Ariel in The Tempest: Analyzing William Shakespeare’s Play

Last Updated: 30 Jun 2023
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In William Shakespeare's final solo play, 1611's The Tempest, the character of Ariel is often interpreted as a puppet, his actions wholly under the control of his "potent master" Prospero. Although his name means 'of the air', Ariel is unable to fly free, confined to the island by his position of servitude. Post-colonial readings view their relationship as one of the European coloniser and the colonised indigenous people, with Ariel representing a different side to the natives to Caliban.

However, to view this spirit as merely a submissive servant, a victim of Prospero's oppressive rule, is to overlook much of Ariel's presentation within The Tempest. He is at times defiant, evidently intelligent, and arguably drives the reconciliation which resolves the play's conflicts, independent of Prospero's demands. Therefore, audiences must not simply look at Ariel as Prospero's puppet, but as an orchestrator of his own will.

In the play's opening act, it does seem as though Ariel is Prospero's puppet, as his first lines are declaratives such as "I come / To answer thy best pleasure" and "to thy strong bidding task / Ariel, and all his quality", which foreground a sense of his willing servitude. This is emphasised in the use of superlative adjective "best", as he declares an eagerness to perform well, regardless of what Prospero may ask of him. Ariel further stresses this in the asyndetic list "be 't to fly, / To swim, to dive into the fire, to ride / On the curled clouds", the dynamic verbs creating a lexical set of action, and highlighting the spirit's limitless devotion to carrying out tasks for his "great master". Michael O' Toole argues that this "establishes his character as that of a submissive, deferential subject", and shows "self-effacing willingness to serve".

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However, subtle rebellion is notable here, as Ariel uses the informal second person possessive determiner "thy" in regards to Prospero's demands, which was not deemed respectful. In this, it is arguable that Ariel is being witty and sarcastic, hiding contempt for the deeds he is expected to perform, and indeed for his master. This is reflective of the distrust the indigenous people of the colonies felt for the Europeans, and their distaste at being often forced into servitude and treated as resources, as well as their lack of control over the situation. However, a contrasting interpretation is that Ariel takes pleasure in his actions, but that there is a degree of autonomy to them, rather than being entirely in Prospero's name.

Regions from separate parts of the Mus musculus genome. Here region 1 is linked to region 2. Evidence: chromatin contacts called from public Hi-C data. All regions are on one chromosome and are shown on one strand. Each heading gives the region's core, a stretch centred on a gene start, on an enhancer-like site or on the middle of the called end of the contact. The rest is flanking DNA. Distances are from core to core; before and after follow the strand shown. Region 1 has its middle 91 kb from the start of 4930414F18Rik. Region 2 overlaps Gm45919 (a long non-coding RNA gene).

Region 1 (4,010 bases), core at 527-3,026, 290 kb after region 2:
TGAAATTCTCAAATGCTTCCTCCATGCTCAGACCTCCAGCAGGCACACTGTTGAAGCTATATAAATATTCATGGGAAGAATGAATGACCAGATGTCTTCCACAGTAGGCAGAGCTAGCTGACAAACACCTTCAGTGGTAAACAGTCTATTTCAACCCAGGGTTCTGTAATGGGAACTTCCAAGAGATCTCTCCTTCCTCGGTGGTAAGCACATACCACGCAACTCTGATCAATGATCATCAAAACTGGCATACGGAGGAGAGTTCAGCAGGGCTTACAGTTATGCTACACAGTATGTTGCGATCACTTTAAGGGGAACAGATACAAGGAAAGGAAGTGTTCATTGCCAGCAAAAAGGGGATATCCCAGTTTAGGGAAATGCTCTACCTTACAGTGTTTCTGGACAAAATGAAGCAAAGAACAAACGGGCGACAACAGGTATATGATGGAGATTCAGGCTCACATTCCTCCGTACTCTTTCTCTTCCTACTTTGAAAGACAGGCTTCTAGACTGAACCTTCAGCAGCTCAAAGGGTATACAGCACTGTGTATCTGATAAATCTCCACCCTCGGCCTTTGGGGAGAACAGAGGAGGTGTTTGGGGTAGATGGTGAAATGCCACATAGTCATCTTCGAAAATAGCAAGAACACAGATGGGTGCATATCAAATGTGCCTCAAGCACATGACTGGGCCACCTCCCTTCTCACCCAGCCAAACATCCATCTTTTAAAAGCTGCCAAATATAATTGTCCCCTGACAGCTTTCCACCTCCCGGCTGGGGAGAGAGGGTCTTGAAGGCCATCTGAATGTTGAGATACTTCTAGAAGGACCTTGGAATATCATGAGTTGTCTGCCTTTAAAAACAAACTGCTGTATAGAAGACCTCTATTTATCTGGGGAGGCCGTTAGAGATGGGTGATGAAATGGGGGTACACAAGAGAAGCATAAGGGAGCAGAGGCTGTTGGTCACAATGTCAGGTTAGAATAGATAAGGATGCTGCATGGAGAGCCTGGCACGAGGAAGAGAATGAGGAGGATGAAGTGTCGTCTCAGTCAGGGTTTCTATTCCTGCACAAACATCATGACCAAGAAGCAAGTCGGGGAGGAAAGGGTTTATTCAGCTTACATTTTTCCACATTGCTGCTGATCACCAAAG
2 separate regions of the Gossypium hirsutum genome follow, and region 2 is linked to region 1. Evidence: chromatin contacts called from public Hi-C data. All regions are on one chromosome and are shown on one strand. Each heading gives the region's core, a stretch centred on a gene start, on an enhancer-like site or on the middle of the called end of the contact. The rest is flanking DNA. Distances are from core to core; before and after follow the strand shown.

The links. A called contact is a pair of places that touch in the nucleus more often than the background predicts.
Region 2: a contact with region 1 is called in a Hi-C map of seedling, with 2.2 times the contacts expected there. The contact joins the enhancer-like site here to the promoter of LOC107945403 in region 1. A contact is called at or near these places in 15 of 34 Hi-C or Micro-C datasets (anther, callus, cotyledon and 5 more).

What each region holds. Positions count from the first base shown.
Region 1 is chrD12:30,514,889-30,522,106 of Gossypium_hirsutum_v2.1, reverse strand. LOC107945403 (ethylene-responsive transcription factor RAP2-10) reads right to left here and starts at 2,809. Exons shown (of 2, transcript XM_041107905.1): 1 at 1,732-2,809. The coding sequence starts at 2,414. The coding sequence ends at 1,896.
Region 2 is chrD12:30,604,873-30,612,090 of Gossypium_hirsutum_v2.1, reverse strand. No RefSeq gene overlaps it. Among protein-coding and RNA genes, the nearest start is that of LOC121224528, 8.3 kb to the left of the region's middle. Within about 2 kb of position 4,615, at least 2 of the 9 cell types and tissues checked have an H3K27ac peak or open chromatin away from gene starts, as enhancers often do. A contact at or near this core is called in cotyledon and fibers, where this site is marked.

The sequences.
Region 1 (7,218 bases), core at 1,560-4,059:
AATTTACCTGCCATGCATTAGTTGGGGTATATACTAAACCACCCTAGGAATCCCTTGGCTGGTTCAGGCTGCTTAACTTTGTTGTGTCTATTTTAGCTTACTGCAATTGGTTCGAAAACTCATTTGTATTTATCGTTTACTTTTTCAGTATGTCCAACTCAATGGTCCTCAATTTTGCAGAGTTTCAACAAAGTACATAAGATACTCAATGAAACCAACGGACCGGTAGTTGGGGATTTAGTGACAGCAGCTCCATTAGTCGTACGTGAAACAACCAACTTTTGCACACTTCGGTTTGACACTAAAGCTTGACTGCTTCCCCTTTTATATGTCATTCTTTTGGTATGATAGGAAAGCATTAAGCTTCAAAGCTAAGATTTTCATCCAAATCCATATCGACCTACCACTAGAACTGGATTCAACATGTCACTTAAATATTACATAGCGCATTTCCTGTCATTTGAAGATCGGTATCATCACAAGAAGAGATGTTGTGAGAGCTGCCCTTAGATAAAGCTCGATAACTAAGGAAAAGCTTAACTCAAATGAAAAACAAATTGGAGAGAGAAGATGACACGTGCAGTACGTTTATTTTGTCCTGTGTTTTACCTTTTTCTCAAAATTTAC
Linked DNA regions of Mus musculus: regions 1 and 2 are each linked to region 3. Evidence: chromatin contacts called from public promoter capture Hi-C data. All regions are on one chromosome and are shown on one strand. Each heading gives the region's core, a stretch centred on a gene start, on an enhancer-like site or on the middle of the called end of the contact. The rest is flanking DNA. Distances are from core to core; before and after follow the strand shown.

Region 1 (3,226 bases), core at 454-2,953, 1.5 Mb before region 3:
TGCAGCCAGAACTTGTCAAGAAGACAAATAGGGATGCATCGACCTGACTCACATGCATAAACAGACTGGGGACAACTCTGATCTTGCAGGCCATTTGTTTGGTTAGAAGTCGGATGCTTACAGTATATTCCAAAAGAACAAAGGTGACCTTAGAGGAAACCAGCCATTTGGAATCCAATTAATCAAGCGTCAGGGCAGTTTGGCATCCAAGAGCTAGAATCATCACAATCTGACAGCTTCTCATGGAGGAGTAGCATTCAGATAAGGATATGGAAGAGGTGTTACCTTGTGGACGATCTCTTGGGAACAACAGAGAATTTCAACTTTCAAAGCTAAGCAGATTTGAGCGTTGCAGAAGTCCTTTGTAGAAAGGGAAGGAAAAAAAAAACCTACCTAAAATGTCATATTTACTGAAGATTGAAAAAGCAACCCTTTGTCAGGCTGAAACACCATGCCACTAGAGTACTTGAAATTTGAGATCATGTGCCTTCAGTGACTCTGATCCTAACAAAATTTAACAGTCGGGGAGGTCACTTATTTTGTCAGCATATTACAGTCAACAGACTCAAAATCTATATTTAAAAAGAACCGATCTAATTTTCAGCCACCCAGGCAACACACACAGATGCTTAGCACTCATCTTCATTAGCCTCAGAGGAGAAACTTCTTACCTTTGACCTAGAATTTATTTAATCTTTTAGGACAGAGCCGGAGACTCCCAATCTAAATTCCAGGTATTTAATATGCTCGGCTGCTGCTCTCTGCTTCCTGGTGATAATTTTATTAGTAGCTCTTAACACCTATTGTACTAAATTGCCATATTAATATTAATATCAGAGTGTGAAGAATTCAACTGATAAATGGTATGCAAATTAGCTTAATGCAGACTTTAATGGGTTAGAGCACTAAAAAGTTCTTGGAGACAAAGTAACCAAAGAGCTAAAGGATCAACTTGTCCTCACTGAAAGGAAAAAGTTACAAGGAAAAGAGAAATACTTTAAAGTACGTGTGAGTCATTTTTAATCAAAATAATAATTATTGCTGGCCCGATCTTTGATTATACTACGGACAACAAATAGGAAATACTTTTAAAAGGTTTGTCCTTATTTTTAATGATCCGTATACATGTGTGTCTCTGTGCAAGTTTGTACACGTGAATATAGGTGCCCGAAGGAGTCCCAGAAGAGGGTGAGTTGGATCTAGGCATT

Julie Taymor's 2010 film adaptation of The Tempest demonstrates this, as Ariel, played by Ben Whishaw, appears proud of his achievement in creating the storm and subsequent shipwreck. It is a visual spectacle, as a flaming Ariel is depicted tossing the ship around in his hands, as he describes how he "flamed amazement". He shows a sadistic pleasure in causing fear and chaos, laughing as he mimics Ferdinand's despairing declarative "Hell is empty, / And all the devils are here". This line suggests the noblemen are overwhelmed by their situation, which the devout Protestant audiences of Jacobean England would have recognised, the negative denotations of "Hell" and "devils" being particularly significant to them.

Ariel's mocking of this terror reveals the colonialist views of the 'heathen' natives of the colonies, and displays that his thoughts and beliefs are independent from Prospero, who is a white European, and therefore a Christian man. Furthermore, Ariel clearly desires freedom, and it is plausible that his apparent submission to Prospero's rule is strategic, in order to gain his eventual sovereignty. After detailing his attack on "the King's ship", Ariel is quick to demand his repayment for his service, with the declarative "My liberty". This line is simple, and stands alone, making it very clear what he desires.

In Taymor's film, Whishaw shouts fiercely, strongly implying an underlying anger at the "pains" and "toils" he undergoes. However, there is also a sadness, as the positive denotations of the abstract noun 'liberty' juxtapose Ariel's situation of servitude. Audiences are reminded in this that the spirit is a native of the island, colonised and oppressed by the Italian Prospero, much like the indigenous people of the Americas were by Christopher Columbus and his fellows in 1492. This injustice is shown in the 2013 stage adaptation at The Globe, in which Colin Morgan as Ariel has red-rimmed eyes and an expression of utter torment in this scene.

It can be reasoned that Ariel's evident distress makes him a willing servant to Prospero, however this implies that his fear and misery is part of an intrinsic weakness, whereas it can be viewed as something which only serves to further his determination to be set free. It is true that following this outburst Prospero threatens Ariel, and reminds him of the "foul witch Sycorax", which leaves the spirit seemingly submissive once again, his repetition of the nouns "sir" and "master" indicating this. However, he continues to use the informal second person pronoun "thee" to refer to Prospero, suggesting that he is not being as complacent as he is trying to project.